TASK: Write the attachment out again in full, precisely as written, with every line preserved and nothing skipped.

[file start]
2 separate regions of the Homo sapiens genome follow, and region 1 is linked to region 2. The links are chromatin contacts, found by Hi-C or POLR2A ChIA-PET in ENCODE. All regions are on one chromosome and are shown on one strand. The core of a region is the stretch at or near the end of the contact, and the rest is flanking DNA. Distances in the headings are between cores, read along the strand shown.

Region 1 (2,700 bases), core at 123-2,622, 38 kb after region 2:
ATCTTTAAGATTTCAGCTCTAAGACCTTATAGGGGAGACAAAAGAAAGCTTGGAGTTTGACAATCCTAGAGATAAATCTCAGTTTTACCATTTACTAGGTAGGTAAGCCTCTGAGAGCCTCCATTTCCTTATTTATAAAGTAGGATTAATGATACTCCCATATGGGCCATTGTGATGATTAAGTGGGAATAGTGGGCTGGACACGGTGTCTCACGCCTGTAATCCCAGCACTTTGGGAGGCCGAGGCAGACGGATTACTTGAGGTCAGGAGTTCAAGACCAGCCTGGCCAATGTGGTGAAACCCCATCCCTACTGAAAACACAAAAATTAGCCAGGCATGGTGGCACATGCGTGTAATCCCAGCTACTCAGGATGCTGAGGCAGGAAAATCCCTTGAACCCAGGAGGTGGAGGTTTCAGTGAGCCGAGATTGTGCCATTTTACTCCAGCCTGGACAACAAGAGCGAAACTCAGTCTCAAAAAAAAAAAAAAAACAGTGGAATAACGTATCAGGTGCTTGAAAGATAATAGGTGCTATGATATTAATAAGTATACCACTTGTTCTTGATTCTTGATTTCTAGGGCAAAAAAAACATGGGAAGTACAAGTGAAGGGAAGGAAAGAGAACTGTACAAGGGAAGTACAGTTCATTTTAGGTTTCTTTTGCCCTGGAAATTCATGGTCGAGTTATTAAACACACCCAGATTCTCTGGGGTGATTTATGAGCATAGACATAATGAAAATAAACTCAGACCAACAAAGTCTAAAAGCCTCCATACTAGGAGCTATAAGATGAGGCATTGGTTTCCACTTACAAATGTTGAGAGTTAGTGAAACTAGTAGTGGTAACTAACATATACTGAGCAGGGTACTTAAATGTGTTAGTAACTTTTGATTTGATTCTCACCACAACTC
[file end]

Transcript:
2 separate regions of the Homo sapiens genome follow, and region 1 is linked to region 2. The links are chromatin contacts, found by Hi-C or POLR2A ChIA-PET in ENCODE. All regions are on one chromosome and are shown on one strand. The core of a region is the stretch at or near the end of the contact, and the rest is flanking DNA. Distances in the headings are between cores, read along the strand shown.

Region 1 (2,700 bases), core at 123-2,622, 38 kb after region 2:
ATCTTTAAGATTTCAGCTCTAAGACCTTATAGGGGAGACAAAAGAAAGCTTGGAGTTTGACAATCCTAGAGATAAATCTCAGTTTTACCATTTACTAGGTAGGTAAGCCTCTGAGAGCCTCCATTTCCTTATTTATAAAGTAGGATTAATGATACTCCCATATGGGCCATTGTGATGATTAAGTGGGAATAGTGGGCTGGACACGGTGTCTCACGCCTGTAATCCCAGCACTTTGGGAGGCCGAGGCAGACGGATTACTTGAGGTCAGGAGTTCAAGACCAGCCTGGCCAATGTGGTGAAACCCCATCCCTACTGAAAACACAAAAATTAGCCAGGCATGGTGGCACATGCGTGTAATCCCAGCTACTCAGGATGCTGAGGCAGGAAAATCCCTTGAACCCAGGAGGTGGAGGTTTCAGTGAGCCGAGATTGTGCCATTTTACTCCAGCCTGGACAACAAGAGCGAAACTCAGTCTCAAAAAAAAAAAAAAAACAGTGGAATAACGTATCAGGTGCTTGAAAGATAATAGGTGCTATGATATTAATAAGTATACCACTTGTTCTTGATTCTTGATTTCTAGGGCAAAAAAAACATGGGAAGTACAAGTGAAGGGAAGGAAAGAGAACTGTACAAGGGAAGTACAGTTCATTTTAGGTTTCTTTTGCCCTGGAAATTCATGGTCGAGTTATTAAACACACCCAGATTCTCTGGGGTGATTTATGAGCATAGACATAATGAAAATAAACTCAGACCAACAAAGTCTAAAAGCCTCCATACTAGGAGCTATAAGATGAGGCATTGGTTTCCACTTACAAATGTTGAGAGTTAGTGAAACTAGTAGTGGTAACTAACATATACTGAGCAGGGTACTTAAATGTGTTAGTAACTTTTGATTTGATTCTCACCACAACTC